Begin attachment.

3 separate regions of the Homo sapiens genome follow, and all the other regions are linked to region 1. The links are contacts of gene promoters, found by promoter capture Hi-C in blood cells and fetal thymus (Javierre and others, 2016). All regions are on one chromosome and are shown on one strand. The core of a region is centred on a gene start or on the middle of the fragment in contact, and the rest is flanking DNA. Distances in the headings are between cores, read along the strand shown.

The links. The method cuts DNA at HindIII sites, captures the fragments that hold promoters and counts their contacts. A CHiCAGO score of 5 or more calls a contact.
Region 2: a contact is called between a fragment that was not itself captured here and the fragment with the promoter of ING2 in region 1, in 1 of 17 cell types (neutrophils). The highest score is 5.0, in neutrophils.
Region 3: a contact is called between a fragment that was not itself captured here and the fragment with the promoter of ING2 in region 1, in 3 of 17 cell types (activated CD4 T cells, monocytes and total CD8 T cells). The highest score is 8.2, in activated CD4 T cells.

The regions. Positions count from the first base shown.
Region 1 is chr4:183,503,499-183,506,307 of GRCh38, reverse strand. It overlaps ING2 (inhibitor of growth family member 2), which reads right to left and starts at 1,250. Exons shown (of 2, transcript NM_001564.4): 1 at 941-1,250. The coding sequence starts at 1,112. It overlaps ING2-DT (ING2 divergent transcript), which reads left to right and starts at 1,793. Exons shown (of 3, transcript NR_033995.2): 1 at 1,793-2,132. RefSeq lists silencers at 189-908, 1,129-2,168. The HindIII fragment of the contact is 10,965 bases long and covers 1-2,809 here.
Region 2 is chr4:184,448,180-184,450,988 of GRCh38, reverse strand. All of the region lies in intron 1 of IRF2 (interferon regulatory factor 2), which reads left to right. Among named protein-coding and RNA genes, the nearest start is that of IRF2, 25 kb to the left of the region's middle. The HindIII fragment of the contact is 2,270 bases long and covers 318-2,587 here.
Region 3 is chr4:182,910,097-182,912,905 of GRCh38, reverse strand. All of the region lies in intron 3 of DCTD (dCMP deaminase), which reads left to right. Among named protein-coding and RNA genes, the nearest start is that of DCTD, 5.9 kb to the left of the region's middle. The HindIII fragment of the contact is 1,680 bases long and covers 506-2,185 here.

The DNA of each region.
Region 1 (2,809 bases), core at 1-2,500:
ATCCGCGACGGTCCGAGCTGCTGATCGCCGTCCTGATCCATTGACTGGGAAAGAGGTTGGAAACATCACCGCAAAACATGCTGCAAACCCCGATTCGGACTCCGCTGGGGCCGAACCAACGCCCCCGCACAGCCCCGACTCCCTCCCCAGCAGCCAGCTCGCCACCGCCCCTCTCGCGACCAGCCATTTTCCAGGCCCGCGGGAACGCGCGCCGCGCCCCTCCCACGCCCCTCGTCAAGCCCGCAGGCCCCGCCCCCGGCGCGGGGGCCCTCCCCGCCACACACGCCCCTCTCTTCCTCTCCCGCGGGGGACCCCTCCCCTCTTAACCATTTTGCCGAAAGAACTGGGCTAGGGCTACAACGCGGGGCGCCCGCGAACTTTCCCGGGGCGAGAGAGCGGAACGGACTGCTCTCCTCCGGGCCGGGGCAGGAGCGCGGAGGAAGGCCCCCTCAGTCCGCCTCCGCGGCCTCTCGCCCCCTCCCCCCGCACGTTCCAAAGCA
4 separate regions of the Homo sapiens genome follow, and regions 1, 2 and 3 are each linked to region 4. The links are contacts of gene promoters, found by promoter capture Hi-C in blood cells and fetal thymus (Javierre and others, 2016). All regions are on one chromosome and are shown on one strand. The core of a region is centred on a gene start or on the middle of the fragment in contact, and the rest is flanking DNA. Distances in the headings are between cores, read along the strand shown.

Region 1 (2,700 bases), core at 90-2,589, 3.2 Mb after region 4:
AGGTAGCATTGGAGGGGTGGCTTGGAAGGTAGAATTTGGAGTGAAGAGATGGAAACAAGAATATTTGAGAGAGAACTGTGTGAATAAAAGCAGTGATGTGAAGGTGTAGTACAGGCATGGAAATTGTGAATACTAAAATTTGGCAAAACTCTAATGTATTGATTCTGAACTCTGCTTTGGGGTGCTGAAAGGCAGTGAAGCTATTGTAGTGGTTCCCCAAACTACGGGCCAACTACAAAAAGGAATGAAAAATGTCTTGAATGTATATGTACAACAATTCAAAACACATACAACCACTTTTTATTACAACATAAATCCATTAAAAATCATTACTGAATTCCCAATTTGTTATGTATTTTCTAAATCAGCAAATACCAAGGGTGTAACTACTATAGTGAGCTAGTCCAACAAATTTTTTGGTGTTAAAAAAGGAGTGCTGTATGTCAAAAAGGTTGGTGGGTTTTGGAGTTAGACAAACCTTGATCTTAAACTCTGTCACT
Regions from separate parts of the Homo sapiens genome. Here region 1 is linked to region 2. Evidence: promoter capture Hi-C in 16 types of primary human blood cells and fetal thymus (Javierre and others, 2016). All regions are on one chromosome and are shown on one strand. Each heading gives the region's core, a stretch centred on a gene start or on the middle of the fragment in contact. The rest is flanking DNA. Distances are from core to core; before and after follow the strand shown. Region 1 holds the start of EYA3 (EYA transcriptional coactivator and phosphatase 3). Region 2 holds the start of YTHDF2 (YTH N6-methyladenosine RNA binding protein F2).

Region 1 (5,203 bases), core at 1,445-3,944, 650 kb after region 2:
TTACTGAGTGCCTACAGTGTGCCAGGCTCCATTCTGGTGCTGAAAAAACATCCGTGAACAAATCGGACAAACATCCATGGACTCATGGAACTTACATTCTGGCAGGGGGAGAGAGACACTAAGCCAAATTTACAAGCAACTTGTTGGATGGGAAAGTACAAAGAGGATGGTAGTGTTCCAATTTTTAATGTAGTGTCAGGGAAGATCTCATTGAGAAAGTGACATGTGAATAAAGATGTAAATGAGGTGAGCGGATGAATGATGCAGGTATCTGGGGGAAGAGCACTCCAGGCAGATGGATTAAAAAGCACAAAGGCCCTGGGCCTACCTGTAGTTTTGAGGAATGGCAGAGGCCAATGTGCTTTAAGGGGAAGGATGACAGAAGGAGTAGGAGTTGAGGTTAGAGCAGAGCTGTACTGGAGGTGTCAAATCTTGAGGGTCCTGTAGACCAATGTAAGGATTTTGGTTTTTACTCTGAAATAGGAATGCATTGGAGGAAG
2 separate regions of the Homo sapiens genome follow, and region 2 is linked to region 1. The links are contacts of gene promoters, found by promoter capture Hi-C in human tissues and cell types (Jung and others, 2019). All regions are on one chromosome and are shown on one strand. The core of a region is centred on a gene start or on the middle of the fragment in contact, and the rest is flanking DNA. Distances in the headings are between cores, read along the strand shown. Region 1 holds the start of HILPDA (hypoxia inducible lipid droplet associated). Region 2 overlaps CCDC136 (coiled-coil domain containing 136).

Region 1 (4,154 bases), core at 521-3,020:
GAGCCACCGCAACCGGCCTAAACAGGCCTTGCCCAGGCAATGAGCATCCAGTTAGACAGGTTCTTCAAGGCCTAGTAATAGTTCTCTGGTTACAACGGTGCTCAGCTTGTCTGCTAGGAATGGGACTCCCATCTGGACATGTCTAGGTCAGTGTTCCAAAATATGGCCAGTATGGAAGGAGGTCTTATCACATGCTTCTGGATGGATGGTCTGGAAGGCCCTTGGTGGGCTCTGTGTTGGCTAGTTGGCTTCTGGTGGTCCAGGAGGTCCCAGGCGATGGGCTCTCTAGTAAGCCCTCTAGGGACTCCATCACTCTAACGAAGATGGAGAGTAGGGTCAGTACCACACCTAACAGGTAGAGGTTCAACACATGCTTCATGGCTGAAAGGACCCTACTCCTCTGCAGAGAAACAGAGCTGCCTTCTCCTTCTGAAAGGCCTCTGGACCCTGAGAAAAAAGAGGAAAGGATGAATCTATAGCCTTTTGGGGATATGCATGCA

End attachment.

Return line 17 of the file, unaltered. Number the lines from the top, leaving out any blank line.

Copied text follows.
TTACTGAGTGCCTACAGTGTGCCAGGCTCCATTCTGGTGCTGAAAAAACATCCGTGAACAAATCGGACAAACATCCATGGACTCATGGAACTTACATTCTGGCAGGGGGAGAGAGACACTAAGCCAAATTTACAAGCAACTTGTTGGATGGGAAAGTACAAAGAGGATGGTAGTGTTCCAATTTTTAATGTAGTGTCAGGGAAGATCTCATTGAGAAAGTGACATGTGAATAAAGATGTAAATGAGGTGAGCGGATGAATGATGCAGGTATCTGGGGGAAGAGCACTCCAGGCAGATGGATTAAAAAGCACAAAGGCCCTGGGCCTACCTGTAGTTTTGAGGAATGGCAGAGGCCAATGTGCTTTAAGGGGAAGGATGACAGAAGGAGTAGGAGTTGAGGTTAGAGCAGAGCTGTACTGGAGGTGTCAAATCTTGAGGGTCCTGTAGACCAATGTAAGGATTTTGGTTTTTACTCTGAAATAGGAATGCATTGGAGGAAG